The Beogram 4000 is included in the permanent collection of the Museum of Modern Art (MoMA) New York.
Beogram 4000, 1972, by Jacob Jensen, for Bang & Olufsen
In 1938, with great fanfare, New York Central introduced 10 new streamliner steam engines and cars designed by Henry Dreyfuss for its Twentieth Century Limited New-York-Chicago run. An upgraded version of his Mercury design, the new J 3 4-6-4 Hudson locomotives featured finned bullet-noses reminiscent of ancient warrior helmets. “Streamlining” proved to be so popular that many products of the time developed this form, including this Steam Iron designed by Dreyfuss in 1948.
Steam Iron, 1948, by Henry Dreyfuss, for the General Electric Company, Lynn, USA
Santiago Calatrava has combined sculpture and the dynamics of architecture with the power of engineering for a residential tower in Malmö, Sweden. Calatrava’s design for the Turning Torso is meant to be seen as a free standing sculptural element inspired by the human body, and evolved from one of his sculptures in an exhibition. Nine cubes, twisting 90 degrees from bottom to top, will rise 45 stories topped with a glass-enclosed floor for meetings and special events, and a rooftop observation deck with vistas to Copenhagen.
“There was a wish to get something exceptional, I also wanted to deliver something technically unique.” – Santiago Calatrava
George Nelson (1908-1986) was an important modernist whose work cut across the fields of interior, industrial and exhibition design. Nelson studied architecture at Yale University in the 1920s, and in the next two decades earned a strong reputation as a writer on design for Architectural Forum, Interiors and Fortune. In 1945 Nelson began a long association with the Herman Miller Furniture Company of Zeeland, Michigan, where as head designer he developed an innovative line of furniture and commissioned new designs from others. His first commission was Isamu Noguchi’s biomorphic glass-topped coffee table, which began production in 1947, the first of many designs that the sculptor would create for Herman Miller in the late Forties. Nelson also was responsible for bringing the designs of Charles Eames to Herman Miller, and he collaborated with R. Buckminster Fuller on a number of projects. Among Nelson’s own creations are classic works of Fifties design, including the bubble lamp, ball clock, marshmallow sofa and the pole-supported wall-storage system.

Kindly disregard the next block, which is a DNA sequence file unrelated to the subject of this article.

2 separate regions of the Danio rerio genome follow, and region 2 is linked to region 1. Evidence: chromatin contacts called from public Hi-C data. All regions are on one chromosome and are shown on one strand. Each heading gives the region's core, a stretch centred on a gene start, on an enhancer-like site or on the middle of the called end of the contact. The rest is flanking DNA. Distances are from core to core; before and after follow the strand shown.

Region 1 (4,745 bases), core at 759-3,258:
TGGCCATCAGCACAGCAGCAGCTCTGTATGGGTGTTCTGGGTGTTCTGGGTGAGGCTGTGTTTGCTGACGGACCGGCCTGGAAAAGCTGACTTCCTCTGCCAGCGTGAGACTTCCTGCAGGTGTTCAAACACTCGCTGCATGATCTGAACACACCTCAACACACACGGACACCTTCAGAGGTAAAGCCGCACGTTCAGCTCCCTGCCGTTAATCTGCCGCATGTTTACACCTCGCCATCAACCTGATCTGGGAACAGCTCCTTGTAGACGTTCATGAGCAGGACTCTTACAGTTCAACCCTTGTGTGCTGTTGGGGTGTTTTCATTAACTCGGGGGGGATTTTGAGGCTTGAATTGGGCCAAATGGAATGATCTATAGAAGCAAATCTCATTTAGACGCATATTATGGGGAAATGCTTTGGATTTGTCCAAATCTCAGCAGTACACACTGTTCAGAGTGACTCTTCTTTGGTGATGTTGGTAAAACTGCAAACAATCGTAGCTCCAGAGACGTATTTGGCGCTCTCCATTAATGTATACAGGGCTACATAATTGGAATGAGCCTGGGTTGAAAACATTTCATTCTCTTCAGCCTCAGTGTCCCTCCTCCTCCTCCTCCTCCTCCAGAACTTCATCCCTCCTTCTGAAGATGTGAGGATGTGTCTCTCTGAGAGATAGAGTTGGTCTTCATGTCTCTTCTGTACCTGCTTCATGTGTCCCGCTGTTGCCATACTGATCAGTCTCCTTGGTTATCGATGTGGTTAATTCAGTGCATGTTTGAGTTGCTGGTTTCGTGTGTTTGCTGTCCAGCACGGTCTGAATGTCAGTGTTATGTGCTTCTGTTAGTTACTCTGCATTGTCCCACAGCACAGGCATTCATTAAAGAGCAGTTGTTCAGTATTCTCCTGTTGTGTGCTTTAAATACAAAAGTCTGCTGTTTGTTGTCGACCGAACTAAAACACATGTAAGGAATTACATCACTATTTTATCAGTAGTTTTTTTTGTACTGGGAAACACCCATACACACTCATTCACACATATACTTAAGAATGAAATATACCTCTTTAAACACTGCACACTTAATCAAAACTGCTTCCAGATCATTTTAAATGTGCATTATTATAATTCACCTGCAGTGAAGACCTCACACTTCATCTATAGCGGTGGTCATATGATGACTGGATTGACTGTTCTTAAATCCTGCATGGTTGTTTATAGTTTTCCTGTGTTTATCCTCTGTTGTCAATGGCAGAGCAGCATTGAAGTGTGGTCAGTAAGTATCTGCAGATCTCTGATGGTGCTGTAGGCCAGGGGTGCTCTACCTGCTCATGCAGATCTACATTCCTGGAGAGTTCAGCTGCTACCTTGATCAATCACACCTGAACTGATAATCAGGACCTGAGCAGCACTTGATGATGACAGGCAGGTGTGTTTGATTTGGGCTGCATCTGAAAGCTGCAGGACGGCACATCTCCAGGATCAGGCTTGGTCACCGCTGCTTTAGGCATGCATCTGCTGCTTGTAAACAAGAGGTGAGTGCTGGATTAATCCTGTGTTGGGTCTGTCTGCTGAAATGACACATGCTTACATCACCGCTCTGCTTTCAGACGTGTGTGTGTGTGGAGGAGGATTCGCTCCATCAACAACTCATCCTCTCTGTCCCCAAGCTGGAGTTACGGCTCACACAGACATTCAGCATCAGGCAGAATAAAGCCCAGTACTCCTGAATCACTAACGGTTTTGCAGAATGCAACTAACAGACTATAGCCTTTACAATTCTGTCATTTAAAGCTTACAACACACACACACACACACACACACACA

The Vitra Design Museum at Weil am Rhein in Germany is celebrating the 100th anniversary of Nelson’s birth with a retrospective of his work, opening Sept. 13. “Although Nelson was one of the most important American designers and design writers, it’s almost as if we are introducing him in Europe and reintroducing him in the U.S.,” said Jochen Eisenbrand, the exhibition’s curator. “Most people, even those interested in design, may not know much more about him than a few design classics.”
A building whose brief called for a “family house with hanging space for paintings, while avoiding the appearance of an art gallery,” Maison Carré is one of the most important private homes designed by Alvar Aalto, the distinguished Finnish architect and father of Scandinavian modernism. Built in the late1950s, and situated some 40 kilometres southwest of Paris, the residence has now been acquired by the Finnish Cultural Foundation, it has now been opened to the public.
The house was commissioned by Louis Carré, a prominent French art dealer and gallery owner. After purchasing a piece of land in 1955, Carré contacted Aalto to ask whether he could design a new home for him. In the summer of 1956, Carré travelled to Italy where the architect was supervising the construction of the Finnish Pavilion for the Venice Biennale.